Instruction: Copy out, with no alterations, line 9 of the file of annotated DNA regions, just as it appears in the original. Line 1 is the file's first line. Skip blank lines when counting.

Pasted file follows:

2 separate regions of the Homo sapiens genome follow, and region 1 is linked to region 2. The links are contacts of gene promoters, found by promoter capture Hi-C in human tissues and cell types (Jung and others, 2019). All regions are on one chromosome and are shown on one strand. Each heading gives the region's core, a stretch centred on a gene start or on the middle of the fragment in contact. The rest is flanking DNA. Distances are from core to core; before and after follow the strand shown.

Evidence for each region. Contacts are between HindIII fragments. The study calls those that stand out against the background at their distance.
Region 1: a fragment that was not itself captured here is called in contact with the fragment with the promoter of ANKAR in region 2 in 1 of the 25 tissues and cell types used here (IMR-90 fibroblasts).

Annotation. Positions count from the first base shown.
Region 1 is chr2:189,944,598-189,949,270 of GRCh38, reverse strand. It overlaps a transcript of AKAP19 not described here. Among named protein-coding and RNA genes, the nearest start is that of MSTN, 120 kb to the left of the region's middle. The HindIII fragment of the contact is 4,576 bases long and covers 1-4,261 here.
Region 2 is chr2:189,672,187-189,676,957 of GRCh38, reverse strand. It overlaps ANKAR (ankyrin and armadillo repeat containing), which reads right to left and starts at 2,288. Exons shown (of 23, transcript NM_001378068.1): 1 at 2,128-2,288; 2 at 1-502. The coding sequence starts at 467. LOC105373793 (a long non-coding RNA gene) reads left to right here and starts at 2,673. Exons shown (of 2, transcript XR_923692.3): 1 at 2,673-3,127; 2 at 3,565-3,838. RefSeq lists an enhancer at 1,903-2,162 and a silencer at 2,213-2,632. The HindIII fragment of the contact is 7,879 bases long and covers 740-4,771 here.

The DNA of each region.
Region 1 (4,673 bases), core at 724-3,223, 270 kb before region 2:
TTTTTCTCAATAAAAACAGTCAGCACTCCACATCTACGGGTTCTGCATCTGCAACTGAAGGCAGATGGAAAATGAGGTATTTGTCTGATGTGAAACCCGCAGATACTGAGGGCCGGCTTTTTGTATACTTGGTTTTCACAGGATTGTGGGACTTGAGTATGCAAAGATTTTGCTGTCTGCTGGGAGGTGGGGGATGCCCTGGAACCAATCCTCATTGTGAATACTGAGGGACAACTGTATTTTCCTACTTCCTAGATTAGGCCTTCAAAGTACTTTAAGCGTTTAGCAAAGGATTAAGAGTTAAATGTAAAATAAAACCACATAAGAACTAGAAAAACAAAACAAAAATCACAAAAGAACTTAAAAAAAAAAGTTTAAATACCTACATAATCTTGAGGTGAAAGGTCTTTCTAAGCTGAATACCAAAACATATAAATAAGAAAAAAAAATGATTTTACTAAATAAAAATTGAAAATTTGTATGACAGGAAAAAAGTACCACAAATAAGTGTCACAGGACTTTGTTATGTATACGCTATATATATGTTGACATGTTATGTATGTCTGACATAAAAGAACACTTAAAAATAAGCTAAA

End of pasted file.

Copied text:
TTTTTCTCAATAAAAACAGTCAGCACTCCACATCTACGGGTTCTGCATCTGCAACTGAAGGCAGATGGAAAATGAGGTATTTGTCTGATGTGAAACCCGCAGATACTGAGGGCCGGCTTTTTGTATACTTGGTTTTCACAGGATTGTGGGACTTGAGTATGCAAAGATTTTGCTGTCTGCTGGGAGGTGGGGGATGCCCTGGAACCAATCCTCATTGTGAATACTGAGGGACAACTGTATTTTCCTACTTCCTAGATTAGGCCTTCAAAGTACTTTAAGCGTTTAGCAAAGGATTAAGAGTTAAATGTAAAATAAAACCACATAAGAACTAGAAAAACAAAACAAAAATCACAAAAGAACTTAAAAAAAAAAGTTTAAATACCTACATAATCTTGAGGTGAAAGGTCTTTCTAAGCTGAATACCAAAACATATAAATAAGAAAAAAAAATGATTTTACTAAATAAAAATTGAAAATTTGTATGACAGGAAAAAAGTACCACAAATAAGTGTCACAGGACTTTGTTATGTATACGCTATATATATGTTGACATGTTATGTATGTCTGACATAAAAGAACACTTAAAAATAAGCTAAA